Label Spotlight: Omega Point Records

posted June 1, 2005

by Corinne

Omega Point RecordsPlease introduce yourself.

My name is Emil. I'm 28 years old, live in Chicago, and, on top of being in a touring rock band and working a very stressful day job, run an independent record label called Omega Point.

When and why did you start your label?

Waaaay back around 1995, I was working at a hip-hop/house/r&b label as a studio engineer. The label wasn't interested in releasing my own music, which they deemed too weird, so I decided to start my own.

What kind(s) of music does your label put out?

Mostly "electro-punk"... which in my personal lexicon means music that mixes a punk attitude with electronic instruments.

What was your first release? How did you finance it?

"Solid Mirrors", a cassette of my solo stuff - mostly just tape loops of some Tibetan monk playing a flute or children laughing, with a lot of white noise synthesizers. It cost $200 to make 100 copies with the packaging and all... I financed it by selling this kid my skateboard and bass guitar.

What is your most recent release?

"One Brain" by the Zom Zoms. If anchovies suddenly evolved enough brainpower to sing and play vintage keyboards, the Zom Zoms would be their Sex Pistols.

How do you feel about sharing music on the Internet?

Does it matter what I feel?

Any words of wisdom for those interested in running their own label?

You will probably lose every cent you put in - if you can't accept that outcome, don't even start. Don't sign any band that doesn't tour (unless you're in a genre where touring *really* doesn't matter). I don't care how good their album is... if the musicians aren't out there working hard to get their music into other people's ears, then there's not a whole lot you as a label owner can do to help them.

What has been your most successful release?

Ming & Ping's "MingPing.com" is doing well, selling 4-6 copies online per week. Supra Argo's self-titled still sells a copy or two per month online even though the band broke up ages ago. My own band, the Mystechs, reliably sells 300-500 copies per release through touring.

What's the best way and the worst way to get a label's attention?

Most label owners find out about bands the same way everybody else does - we catch them live, we read a review in a 'zine, we have a friend recommend them to us. What you, as a musician, need to do to get noticed by labels is simply to do all the things signed bands do, to the best of your ability: release albums, tour, send stuff to 'zines for review, get your shit on Internet radio, collect email addresses at your shows, network on MySpace, whatever.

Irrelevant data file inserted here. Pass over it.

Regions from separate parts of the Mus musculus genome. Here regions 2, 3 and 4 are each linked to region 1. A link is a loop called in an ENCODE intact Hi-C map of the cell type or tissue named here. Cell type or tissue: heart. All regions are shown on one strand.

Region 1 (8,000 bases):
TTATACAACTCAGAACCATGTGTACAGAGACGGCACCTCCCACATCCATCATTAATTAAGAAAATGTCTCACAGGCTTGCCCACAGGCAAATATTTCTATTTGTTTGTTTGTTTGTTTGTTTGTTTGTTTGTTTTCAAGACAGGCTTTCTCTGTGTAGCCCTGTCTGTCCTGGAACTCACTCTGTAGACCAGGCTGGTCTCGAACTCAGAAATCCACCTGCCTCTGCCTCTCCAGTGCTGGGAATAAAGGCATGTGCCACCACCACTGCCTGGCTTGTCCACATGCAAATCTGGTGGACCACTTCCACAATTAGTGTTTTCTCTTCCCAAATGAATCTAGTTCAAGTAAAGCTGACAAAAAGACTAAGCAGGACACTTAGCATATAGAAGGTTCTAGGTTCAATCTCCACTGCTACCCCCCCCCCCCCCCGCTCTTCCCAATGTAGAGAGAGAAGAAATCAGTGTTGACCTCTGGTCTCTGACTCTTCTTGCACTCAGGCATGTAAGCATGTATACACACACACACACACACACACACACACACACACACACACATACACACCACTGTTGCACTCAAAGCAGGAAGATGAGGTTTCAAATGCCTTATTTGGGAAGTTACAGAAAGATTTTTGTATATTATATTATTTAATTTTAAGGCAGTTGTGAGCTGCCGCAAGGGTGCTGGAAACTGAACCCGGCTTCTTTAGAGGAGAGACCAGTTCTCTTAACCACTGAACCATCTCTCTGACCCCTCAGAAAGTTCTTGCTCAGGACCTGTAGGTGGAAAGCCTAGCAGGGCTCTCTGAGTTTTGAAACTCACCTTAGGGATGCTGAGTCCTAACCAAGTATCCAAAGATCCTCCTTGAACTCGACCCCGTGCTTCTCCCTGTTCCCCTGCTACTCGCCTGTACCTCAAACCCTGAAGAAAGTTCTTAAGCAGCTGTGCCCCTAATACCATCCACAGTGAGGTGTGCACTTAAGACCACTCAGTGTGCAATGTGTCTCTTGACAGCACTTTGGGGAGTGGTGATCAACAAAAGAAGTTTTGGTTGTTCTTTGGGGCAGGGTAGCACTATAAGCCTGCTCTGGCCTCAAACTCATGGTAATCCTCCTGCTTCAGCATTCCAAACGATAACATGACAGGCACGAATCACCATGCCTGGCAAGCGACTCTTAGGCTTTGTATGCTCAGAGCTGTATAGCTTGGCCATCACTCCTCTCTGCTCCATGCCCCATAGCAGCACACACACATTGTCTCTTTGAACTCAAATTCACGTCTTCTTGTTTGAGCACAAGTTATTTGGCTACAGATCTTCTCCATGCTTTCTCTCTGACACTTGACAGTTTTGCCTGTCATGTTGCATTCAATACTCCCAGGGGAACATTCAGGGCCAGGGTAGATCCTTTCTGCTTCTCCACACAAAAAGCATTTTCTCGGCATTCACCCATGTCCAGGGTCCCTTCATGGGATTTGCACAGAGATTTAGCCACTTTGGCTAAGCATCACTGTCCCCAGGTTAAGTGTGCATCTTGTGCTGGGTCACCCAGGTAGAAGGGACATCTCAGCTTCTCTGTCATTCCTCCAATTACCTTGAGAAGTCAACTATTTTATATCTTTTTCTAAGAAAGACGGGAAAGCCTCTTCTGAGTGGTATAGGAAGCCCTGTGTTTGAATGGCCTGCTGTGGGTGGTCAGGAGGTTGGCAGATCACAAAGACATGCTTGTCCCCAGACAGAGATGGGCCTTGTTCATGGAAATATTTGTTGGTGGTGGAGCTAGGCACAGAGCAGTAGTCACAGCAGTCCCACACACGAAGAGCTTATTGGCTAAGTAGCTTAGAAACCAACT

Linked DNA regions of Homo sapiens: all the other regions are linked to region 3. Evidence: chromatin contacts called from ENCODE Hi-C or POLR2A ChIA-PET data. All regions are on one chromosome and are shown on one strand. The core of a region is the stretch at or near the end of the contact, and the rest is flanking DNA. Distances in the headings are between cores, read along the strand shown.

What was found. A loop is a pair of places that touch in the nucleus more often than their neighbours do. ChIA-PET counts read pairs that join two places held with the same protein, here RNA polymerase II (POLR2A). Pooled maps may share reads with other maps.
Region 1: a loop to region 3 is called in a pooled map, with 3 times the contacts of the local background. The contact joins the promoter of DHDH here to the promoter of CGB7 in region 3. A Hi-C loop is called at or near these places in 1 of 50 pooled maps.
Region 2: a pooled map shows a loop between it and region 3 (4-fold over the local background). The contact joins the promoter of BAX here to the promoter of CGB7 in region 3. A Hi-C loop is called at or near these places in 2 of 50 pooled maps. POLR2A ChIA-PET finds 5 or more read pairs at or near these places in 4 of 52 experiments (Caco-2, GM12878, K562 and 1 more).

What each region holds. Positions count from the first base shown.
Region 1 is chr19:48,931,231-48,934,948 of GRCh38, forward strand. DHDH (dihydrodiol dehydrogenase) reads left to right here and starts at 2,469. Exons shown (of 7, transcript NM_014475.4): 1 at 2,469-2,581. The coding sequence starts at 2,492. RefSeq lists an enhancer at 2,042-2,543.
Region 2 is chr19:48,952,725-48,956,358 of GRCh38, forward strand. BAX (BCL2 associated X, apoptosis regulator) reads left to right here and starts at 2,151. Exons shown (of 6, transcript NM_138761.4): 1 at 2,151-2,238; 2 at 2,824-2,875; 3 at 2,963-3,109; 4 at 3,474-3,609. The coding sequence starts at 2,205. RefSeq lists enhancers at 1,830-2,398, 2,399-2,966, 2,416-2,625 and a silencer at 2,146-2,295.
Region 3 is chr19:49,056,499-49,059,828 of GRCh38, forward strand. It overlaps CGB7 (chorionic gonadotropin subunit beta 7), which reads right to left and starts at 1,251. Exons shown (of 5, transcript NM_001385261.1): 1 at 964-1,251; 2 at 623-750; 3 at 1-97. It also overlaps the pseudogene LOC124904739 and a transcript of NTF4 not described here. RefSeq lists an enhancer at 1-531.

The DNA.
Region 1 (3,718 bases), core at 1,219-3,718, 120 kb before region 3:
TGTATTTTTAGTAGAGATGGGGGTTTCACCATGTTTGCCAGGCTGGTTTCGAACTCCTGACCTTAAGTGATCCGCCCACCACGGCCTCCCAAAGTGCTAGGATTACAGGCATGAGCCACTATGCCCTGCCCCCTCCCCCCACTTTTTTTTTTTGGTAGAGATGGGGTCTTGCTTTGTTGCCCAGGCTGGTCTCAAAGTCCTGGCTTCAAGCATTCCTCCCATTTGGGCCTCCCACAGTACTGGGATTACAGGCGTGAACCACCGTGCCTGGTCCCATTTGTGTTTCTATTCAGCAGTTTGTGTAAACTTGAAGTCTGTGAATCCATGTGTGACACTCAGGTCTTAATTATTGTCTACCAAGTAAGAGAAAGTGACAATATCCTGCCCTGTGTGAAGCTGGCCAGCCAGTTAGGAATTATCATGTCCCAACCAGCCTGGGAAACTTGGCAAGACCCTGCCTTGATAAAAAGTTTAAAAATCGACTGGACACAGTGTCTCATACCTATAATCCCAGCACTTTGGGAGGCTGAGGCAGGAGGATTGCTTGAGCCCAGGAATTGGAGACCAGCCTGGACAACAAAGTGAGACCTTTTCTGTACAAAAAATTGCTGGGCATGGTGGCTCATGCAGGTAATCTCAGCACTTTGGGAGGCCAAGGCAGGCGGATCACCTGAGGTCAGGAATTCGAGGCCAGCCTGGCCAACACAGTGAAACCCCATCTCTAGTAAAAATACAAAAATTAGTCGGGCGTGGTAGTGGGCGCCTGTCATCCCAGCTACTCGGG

The more you do those things, the more likely a label is to notice you, and when they do they'll be impressed by your work ethic. I'd trade 10 lazy, talented bands for 1 band that might not be as good, musically, but works its ass off to promote itself.

Regardless of genre, what do you look for in the artists and bands you sign?

1. Good songs.
2. An unique sound that no other band has.
3. A striking visual image.
4. A strong, proven work ethic.

There are a lot of legalities involved in running a label (signing bands, releasing records, everyday work, etc.). How does your label deal with these things?

I was one class short from becoming a paralegal, and used to work at a law firm as a secretary, so I'm more familiar with contract and intellectual property law than your average music enthusiast who starts a label. Still, when the going gets rough, I call up an entertainment lawyer for help. If you're going to spend several thousand dollars promoting a band, then it's not a bad idea to give an attorney $200 to look over the contract for you.

Anything else you would like to add?

Not much - except that there's no money in running a weird, idiosyncratic record label, so you'd better have a lot of love for the music you're releasing or you'll quit in frustration. As my friend Dan is fond of saying, "If it weren't for the music, the music business would really suck."